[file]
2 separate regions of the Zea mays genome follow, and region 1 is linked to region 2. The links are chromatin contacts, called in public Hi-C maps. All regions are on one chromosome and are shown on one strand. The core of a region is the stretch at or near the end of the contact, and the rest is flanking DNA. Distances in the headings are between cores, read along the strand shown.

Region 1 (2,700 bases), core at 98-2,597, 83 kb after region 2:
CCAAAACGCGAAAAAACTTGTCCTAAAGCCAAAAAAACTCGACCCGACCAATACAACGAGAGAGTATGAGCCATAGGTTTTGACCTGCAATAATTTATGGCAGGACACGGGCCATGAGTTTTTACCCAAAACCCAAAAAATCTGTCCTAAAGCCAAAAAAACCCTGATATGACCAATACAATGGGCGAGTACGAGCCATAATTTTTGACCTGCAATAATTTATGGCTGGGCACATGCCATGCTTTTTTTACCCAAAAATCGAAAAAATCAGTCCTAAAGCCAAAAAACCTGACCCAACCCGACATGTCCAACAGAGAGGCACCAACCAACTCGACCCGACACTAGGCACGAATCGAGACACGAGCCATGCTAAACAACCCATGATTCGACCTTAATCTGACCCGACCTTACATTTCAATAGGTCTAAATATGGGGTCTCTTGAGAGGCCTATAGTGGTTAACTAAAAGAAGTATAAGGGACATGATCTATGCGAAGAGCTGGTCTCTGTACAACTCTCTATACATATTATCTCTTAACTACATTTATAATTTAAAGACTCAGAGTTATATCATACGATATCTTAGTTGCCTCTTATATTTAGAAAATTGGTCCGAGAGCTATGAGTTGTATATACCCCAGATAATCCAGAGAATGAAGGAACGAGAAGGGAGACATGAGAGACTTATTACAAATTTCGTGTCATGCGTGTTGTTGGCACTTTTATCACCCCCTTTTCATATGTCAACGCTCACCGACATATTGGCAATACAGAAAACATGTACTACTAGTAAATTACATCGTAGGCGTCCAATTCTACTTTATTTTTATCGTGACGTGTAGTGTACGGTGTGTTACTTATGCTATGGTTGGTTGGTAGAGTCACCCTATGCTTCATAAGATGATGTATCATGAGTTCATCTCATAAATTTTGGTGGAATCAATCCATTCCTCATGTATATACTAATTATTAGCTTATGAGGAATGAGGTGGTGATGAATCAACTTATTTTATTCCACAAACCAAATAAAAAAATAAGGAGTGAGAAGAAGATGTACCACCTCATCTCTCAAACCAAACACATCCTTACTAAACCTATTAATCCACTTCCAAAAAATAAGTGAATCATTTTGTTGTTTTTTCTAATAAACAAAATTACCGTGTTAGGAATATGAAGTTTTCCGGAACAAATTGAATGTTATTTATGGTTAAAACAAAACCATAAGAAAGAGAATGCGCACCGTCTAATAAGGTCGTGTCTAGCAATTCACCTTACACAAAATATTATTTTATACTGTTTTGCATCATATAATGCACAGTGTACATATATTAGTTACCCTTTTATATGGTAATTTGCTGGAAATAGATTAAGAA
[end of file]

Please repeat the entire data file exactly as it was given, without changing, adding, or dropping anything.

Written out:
2 separate regions of the Zea mays genome follow, and region 1 is linked to region 2. The links are chromatin contacts, called in public Hi-C maps. All regions are on one chromosome and are shown on one strand. The core of a region is the stretch at or near the end of the contact, and the rest is flanking DNA. Distances in the headings are between cores, read along the strand shown.

Region 1 (2,700 bases), core at 98-2,597, 83 kb after region 2:
CCAAAACGCGAAAAAACTTGTCCTAAAGCCAAAAAAACTCGACCCGACCAATACAACGAGAGAGTATGAGCCATAGGTTTTGACCTGCAATAATTTATGGCAGGACACGGGCCATGAGTTTTTACCCAAAACCCAAAAAATCTGTCCTAAAGCCAAAAAAACCCTGATATGACCAATACAATGGGCGAGTACGAGCCATAATTTTTGACCTGCAATAATTTATGGCTGGGCACATGCCATGCTTTTTTTACCCAAAAATCGAAAAAATCAGTCCTAAAGCCAAAAAACCTGACCCAACCCGACATGTCCAACAGAGAGGCACCAACCAACTCGACCCGACACTAGGCACGAATCGAGACACGAGCCATGCTAAACAACCCATGATTCGACCTTAATCTGACCCGACCTTACATTTCAATAGGTCTAAATATGGGGTCTCTTGAGAGGCCTATAGTGGTTAACTAAAAGAAGTATAAGGGACATGATCTATGCGAAGAGCTGGTCTCTGTACAACTCTCTATACATATTATCTCTTAACTACATTTATAATTTAAAGACTCAGAGTTATATCATACGATATCTTAGTTGCCTCTTATATTTAGAAAATTGGTCCGAGAGCTATGAGTTGTATATACCCCAGATAATCCAGAGAATGAAGGAACGAGAAGGGAGACATGAGAGACTTATTACAAATTTCGTGTCATGCGTGTTGTTGGCACTTTTATCACCCCCTTTTCATATGTCAACGCTCACCGACATATTGGCAATACAGAAAACATGTACTACTAGTAAATTACATCGTAGGCGTCCAATTCTACTTTATTTTTATCGTGACGTGTAGTGTACGGTGTGTTACTTATGCTATGGTTGGTTGGTAGAGTCACCCTATGCTTCATAAGATGATGTATCATGAGTTCATCTCATAAATTTTGGTGGAATCAATCCATTCCTCATGTATATACTAATTATTAGCTTATGAGGAATGAGGTGGTGATGAATCAACTTATTTTATTCCACAAACCAAATAAAAAAATAAGGAGTGAGAAGAAGATGTACCACCTCATCTCTCAAACCAAACACATCCTTACTAAACCTATTAATCCACTTCCAAAAAATAAGTGAATCATTTTGTTGTTTTTTCTAATAAACAAAATTACCGTGTTAGGAATATGAAGTTTTCCGGAACAAATTGAATGTTATTTATGGTTAAAACAAAACCATAAGAAAGAGAATGCGCACCGTCTAATAAGGTCGTGTCTAGCAATTCACCTTACACAAAATATTATTTTATACTGTTTTGCATCATATAATGCACAGTGTACATATATTAGTTACCCTTTTATATGGTAATTTGCTGGAAATAGATTAAGAA